Coral Gardens in French Polynesia Credit: Georgia Tech
The corals that make up tropical reefs around the world are essential ecosystem services. However, stresses such as overfishing, pollution and warming oceans are threatening corals. Scientists know that corals create structures that provide living space for many species. However, coral diversity was not as important as it is today.
Two researchers from the Georgia Institute of Technology have released a new study that offers hope and grim predictions for coral reefs damaged by climate change. The study was published in Science Advances on October 13, by Cody Clements (Mark Hay) and shows that coral survival and growth can be improved by outplanting a variety of coral species. This is especially relevant in the initial stages of coral recovery after large-scale coral losses. It also supports healthy reefs which in turn support fisheries and tourism.
Scientists also recommend additional research to understand and harness these positive species interactions. This will help to increase reef conservation and accelerate the recovery of degraded coral reefs.
However, the ecological pendulum swings in the opposite direction. Clements and Hay call it a "biodiversity meltingdown" if coral species are reduced.
Clements, a Teasley Postdoctoral Fellow at the School of Biological Sciences, stated that corals are the main species in these ecosystems. They provide habitat and food for many other species. Negative effects on corals can have cascading effects on other species that depend on coral reefs. If coral reefs are dependent on biodiversity for their resilience and performance, then a "biodiversity meltdown" could lead to a further decline in reef ecosystems.
Hay and Clements traveled to Mo'orea in French Polynesia in the tropical Pacific Ocean to plant coral gardens. They compared the diversity of coral species to determine the relative importance and competitiveness of corals growing and interacted over time.
Hay, Regents Professor in the School of Biological Sciences and Teasley Chair, said, "We've done all the manipulations and the corals should be competing against each other but they actually do better together than on their own." Hay is also the co-director for the graduate program in Ocean Science and Engineering at Georgia Tech. We are still trying to determine the mechanism behind this unexpected result. However, our experiments have consistently shown that positive interactions outnumber negative interactions in the reef environments where we conduct these experiments. This means that if you remove species from the system, you are removing some of the positive interactions. If you take out important ones, it could make a significant difference.
Coral Gardens close up. Credit: Georgia Techg
In the shade, under the sea in a coral-growing yard
Globally, coral reefs are in danger. Hay points out that the EPA estimates that the Caribbean has lost between 80 and 90 percent of its coral coverage. Over the past 30 years, half of all corals in the Indo-Pacific have been lost. Nearly half of all corals on the Great Barrier Reef died during the 2015-2016 bleaching event.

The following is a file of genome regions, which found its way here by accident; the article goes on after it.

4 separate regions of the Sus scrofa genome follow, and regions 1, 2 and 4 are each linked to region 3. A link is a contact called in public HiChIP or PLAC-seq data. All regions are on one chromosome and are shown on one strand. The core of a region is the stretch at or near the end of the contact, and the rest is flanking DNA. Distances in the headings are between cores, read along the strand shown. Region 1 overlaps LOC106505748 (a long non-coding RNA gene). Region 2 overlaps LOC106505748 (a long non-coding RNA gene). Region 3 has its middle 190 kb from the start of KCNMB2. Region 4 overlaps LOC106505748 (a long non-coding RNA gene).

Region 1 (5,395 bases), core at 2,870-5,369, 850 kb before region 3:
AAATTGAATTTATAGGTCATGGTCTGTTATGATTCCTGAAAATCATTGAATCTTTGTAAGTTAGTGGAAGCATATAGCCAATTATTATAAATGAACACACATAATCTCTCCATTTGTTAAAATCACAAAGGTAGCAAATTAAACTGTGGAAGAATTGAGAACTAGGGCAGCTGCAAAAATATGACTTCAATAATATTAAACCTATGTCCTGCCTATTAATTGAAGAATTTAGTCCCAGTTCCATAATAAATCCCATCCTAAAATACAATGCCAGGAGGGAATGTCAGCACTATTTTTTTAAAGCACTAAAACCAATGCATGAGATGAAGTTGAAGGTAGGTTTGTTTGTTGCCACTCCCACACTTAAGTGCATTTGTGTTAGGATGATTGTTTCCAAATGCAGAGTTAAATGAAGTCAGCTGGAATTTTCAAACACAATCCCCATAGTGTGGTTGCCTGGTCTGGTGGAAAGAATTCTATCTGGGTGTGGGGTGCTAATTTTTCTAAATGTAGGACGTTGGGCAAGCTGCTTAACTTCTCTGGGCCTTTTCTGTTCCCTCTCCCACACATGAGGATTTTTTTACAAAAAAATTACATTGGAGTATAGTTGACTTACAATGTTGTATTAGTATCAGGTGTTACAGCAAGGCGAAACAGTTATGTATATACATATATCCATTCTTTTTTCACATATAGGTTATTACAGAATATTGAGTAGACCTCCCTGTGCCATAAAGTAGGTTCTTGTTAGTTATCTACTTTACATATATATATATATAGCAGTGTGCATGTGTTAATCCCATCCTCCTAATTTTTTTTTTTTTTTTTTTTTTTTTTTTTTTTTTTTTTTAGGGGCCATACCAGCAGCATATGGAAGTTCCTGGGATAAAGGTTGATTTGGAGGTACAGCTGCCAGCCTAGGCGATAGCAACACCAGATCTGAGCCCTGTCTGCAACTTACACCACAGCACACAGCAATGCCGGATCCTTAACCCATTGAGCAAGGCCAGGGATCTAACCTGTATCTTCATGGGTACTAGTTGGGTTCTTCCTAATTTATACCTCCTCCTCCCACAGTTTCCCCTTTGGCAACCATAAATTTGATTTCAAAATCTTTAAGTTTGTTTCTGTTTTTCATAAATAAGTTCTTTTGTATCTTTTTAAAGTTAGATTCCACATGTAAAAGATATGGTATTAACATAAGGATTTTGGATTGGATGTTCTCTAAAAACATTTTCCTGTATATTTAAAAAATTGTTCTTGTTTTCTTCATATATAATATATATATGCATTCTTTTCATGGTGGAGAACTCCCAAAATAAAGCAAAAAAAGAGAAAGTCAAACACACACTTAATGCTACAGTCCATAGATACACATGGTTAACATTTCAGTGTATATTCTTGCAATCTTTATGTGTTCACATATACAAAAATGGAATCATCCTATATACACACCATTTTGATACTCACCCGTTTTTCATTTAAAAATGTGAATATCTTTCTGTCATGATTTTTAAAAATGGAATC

He said that corals have been dying off more frequently than ever in the past 20-30 years due to large-scale bleaching and heat events. Although there are some hot spots where coral reefs still thrive, they are small and isolated.
Hay and Clements managed coral diversity in French Polynesia by placing them on platforms that resembled underwater chess boards. This was to determine if species density and richness affected survival and productivity.
Hay pointed out that similar experiments were conducted in the past, where corals were brought into a laboratory to pit species against one another. He points out that all of his experiments are done in the real world. We don't care as much about whether it is possible, but whether it happens.
Clements suggested an experimental arrangement that used Coke bottles to help the scientists organize their garden. Hay stated that the end tables have Coca-Cola bottlecaps embedded into their tops. We can then remove the necks from Coke bottles and glue corals to the upside-down necks. Then we screw them into these plots. This allows us not only to arrange the species we wish, but also to unscrew them every few months and weigh them for accurate growth rates.
Clements stated that corals could benefit from higher biodiversity but only to a certain extent. Clements stated that corals planted in gardens with a high number of species (three to six) performed better than those with one or low numbers. We still don't fully understand how these observations were made.
Clements stated that their research needs more attention. Why is it that corals perform better in mixed-species communities than in single-species ones? This biodiversity effect is decreasing rather than continuing to increase at the highest level of coral variety. Clements stated that we need to have a better understanding of the impact of diversity on these processes in order to predict how corals will be affected by biodiversity loss. Also, it is possible to harness biodiversity's positive effect to protect corals.
Continue reading Global warming causes the death of 14 percent world's corals within a decade
More information: Cody S. Clements. Biodiversity has positive, but saturating effects on imperiled coral reefs. Science Advances (2021). www.science.org/doi/10.1126/sciadv.abi8592 Journal information: Science Advances Cody S. Clements, Biodiversity has a positive but saturating effect on imperiled coral reefs,(2021). DOI: 10.1126/sciadv.abi8592